Kids' health Q&A with Dr Pixie McKenna
Thanks to Nurofen for Children, Mumsnetters had a rare opportunity to ask Dr Pixie McKenna for advice on children's health - everything from colds and fever to teething and earache
Nurofen for Children understands that being a parent is a wonderful and rewarding experience but can be worrying, and you can't be expected to know all the answers - especially when it comes to health. To help you feel more confident, it's teamed up with Dr Pixie McKenna to answer your burning health questions.
As a mum of one to daughter Darcey, Pixie is more than a medical expert - she's a parent who's had first-hand experience looking after her own child and is here to share her top tips and advice (without endorsing any brands). We've selected 18 of your brilliant questions - read exactly what she had to say about them below.
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Mumsnet: Is there such a thing as growing pains, or is this a myth? (anonooo)
Dr Pixie: According to the NHS1, growing pains commonly occur in children between the ages of three and 12. They aren't actually due to growth but because these crampy pains occur in growing children, they were given the title. In truth, we don't really know what causes these pains. Typically they come on in the late evening or night time and feel like intense aches in the calves, thighs, shins and ankles. The pain is generally gone by the next day. Children's medicine such as ibuprofen or paracetamol can be given to ease the discomfort, and they may also find it soothing if you rub or massage the sore area.
Mumsnet: Apart from medication is there anything to help prevent/treat earache? (glennamy)
Dr Pixie: Earache is one of the most common reasons a parent resorts to calling a GP out of hours. Prevention and treatment very much depend on the underlying cause. If your child is distressed you can hold a cold flannel to the ear for 15-20 minutes to help ease symptoms. In terms of prevention, avoid germs and you are off to a good start. Bacteria and viruses that cause ear infections are picked up via air droplets from coughs and sneezes, so good hand hygiene is the key to curbing infection. Immunisations are also vitally important because they can prevent certain viruses which can lead to ear infections, so make sure your little one is up to date with their jabs. If you smoke, now is a good time to stop as NHS research2 tells us that household smoking can increase your child's risk of ear infections by around 35%. Also, ban the bud! Earbuds should not be used in children as a method of cleaning out their ears, as there is an increased risk of both trauma and infection. Finally, if your child uses a dummy, try and ditch it once they hit the 12-month mark as there is some evidence to suggest this will reduce the chances of them getting ear infections.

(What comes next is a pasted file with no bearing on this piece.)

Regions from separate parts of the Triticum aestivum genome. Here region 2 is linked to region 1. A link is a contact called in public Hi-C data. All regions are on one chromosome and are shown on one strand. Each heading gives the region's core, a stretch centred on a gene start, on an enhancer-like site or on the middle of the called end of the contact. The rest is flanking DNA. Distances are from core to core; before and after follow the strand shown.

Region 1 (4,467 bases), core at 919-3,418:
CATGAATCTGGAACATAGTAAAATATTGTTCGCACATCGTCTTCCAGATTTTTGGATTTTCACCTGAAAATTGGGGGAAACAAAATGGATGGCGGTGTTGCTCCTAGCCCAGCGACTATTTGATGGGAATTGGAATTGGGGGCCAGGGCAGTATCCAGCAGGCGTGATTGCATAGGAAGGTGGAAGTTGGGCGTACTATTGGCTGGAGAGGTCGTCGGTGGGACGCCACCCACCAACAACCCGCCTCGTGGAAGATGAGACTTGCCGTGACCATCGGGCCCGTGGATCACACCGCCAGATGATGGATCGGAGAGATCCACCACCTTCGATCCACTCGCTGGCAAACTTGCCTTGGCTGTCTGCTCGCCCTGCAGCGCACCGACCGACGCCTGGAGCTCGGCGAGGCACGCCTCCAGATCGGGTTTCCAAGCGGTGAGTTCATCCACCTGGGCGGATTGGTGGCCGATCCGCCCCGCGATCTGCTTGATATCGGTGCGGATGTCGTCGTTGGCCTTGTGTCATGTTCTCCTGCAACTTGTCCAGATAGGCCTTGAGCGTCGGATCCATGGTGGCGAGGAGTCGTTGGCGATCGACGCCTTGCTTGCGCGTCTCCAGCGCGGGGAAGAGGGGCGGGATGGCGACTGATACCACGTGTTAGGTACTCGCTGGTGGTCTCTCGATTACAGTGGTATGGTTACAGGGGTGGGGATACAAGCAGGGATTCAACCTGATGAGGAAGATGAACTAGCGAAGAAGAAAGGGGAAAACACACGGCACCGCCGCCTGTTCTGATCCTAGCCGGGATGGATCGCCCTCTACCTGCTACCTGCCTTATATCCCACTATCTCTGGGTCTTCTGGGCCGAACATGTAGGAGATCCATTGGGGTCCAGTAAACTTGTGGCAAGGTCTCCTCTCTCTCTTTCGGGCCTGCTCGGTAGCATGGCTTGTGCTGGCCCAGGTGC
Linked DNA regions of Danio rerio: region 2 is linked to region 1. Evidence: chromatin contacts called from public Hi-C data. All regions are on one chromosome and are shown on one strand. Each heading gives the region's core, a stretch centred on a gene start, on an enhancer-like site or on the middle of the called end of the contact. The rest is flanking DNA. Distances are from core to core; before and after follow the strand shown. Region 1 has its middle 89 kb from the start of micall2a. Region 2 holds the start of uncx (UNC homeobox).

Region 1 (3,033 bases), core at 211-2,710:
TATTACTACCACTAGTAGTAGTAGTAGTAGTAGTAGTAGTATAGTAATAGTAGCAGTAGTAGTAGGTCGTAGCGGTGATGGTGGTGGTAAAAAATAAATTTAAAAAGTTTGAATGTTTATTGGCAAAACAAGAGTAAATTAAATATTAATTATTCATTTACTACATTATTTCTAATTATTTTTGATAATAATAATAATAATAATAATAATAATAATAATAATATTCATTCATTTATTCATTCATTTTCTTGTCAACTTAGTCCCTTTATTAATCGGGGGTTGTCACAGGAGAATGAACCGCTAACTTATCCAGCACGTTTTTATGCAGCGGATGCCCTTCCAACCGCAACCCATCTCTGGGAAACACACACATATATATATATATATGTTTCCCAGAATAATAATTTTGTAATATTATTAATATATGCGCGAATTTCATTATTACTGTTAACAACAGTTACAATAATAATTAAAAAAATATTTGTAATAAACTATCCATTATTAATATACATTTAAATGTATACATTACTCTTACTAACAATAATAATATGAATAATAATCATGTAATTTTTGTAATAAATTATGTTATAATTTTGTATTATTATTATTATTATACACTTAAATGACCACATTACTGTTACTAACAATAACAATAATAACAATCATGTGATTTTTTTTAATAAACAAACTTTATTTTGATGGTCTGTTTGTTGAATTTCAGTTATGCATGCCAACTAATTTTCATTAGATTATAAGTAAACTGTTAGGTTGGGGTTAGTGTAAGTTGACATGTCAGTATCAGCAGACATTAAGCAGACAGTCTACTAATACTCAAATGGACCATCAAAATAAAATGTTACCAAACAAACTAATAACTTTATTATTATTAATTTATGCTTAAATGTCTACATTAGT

Caring for poorly children
Mumsnet: How do you get a two-year-old to take liquid medication or are there any alternatives? (WannaBeAMummy16)
Dr Pixie: Many children's liquid medicines come with a syringe, which makes them easier to administer. However, if for some reason your child fears the syringe, then swap to a spoon - ideally their favourite spoon. If they don't mind the syringe then allow them to play with it before you put the medicine in. My own daughter likes to squirt water out of it - usually at me!